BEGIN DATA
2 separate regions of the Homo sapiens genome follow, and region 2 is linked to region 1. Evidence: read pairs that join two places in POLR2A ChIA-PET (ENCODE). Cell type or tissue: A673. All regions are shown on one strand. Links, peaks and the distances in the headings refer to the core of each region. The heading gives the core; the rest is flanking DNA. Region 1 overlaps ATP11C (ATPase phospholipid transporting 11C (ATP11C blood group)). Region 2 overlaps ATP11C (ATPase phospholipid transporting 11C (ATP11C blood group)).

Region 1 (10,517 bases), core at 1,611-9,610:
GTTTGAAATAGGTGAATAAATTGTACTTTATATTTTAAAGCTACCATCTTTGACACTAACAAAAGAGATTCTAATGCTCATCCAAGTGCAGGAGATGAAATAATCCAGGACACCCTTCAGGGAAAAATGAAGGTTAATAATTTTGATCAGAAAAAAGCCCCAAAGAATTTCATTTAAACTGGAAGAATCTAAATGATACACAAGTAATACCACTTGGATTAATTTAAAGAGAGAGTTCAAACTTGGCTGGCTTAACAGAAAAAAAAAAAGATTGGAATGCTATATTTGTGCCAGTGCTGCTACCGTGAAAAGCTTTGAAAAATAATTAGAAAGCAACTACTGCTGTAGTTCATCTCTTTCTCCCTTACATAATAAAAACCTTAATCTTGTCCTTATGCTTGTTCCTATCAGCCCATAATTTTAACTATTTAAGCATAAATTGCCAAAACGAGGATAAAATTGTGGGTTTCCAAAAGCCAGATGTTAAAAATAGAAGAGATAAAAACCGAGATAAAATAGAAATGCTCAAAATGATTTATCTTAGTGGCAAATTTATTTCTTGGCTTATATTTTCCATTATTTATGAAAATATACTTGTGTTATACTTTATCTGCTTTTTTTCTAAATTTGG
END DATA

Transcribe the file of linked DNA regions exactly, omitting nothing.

2 separate regions of the Homo sapiens genome follow, and region 2 is linked to region 1. Evidence: read pairs that join two places in POLR2A ChIA-PET (ENCODE). Cell type or tissue: A673. All regions are shown on one strand. Links, peaks and the distances in the headings refer to the core of each region. The heading gives the core; the rest is flanking DNA. Region 1 overlaps ATP11C (ATPase phospholipid transporting 11C (ATP11C blood group)). Region 2 overlaps ATP11C (ATPase phospholipid transporting 11C (ATP11C blood group)).

Region 1 (10,517 bases), core at 1,611-9,610:
GTTTGAAATAGGTGAATAAATTGTACTTTATATTTTAAAGCTACCATCTTTGACACTAACAAAAGAGATTCTAATGCTCATCCAAGTGCAGGAGATGAAATAATCCAGGACACCCTTCAGGGAAAAATGAAGGTTAATAATTTTGATCAGAAAAAAGCCCCAAAGAATTTCATTTAAACTGGAAGAATCTAAATGATACACAAGTAATACCACTTGGATTAATTTAAAGAGAGAGTTCAAACTTGGCTGGCTTAACAGAAAAAAAAAAAGATTGGAATGCTATATTTGTGCCAGTGCTGCTACCGTGAAAAGCTTTGAAAAATAATTAGAAAGCAACTACTGCTGTAGTTCATCTCTTTCTCCCTTACATAATAAAAACCTTAATCTTGTCCTTATGCTTGTTCCTATCAGCCCATAATTTTAACTATTTAAGCATAAATTGCCAAAACGAGGATAAAATTGTGGGTTTCCAAAAGCCAGATGTTAAAAATAGAAGAGATAAAAACCGAGATAAAATAGAAATGCTCAAAATGATTTATCTTAGTGGCAAATTTATTTCTTGGCTTATATTTTCCATTATTTATGAAAATATACTTGTGTTATACTTTATCTGCTTTTTTTCTAAATTTGG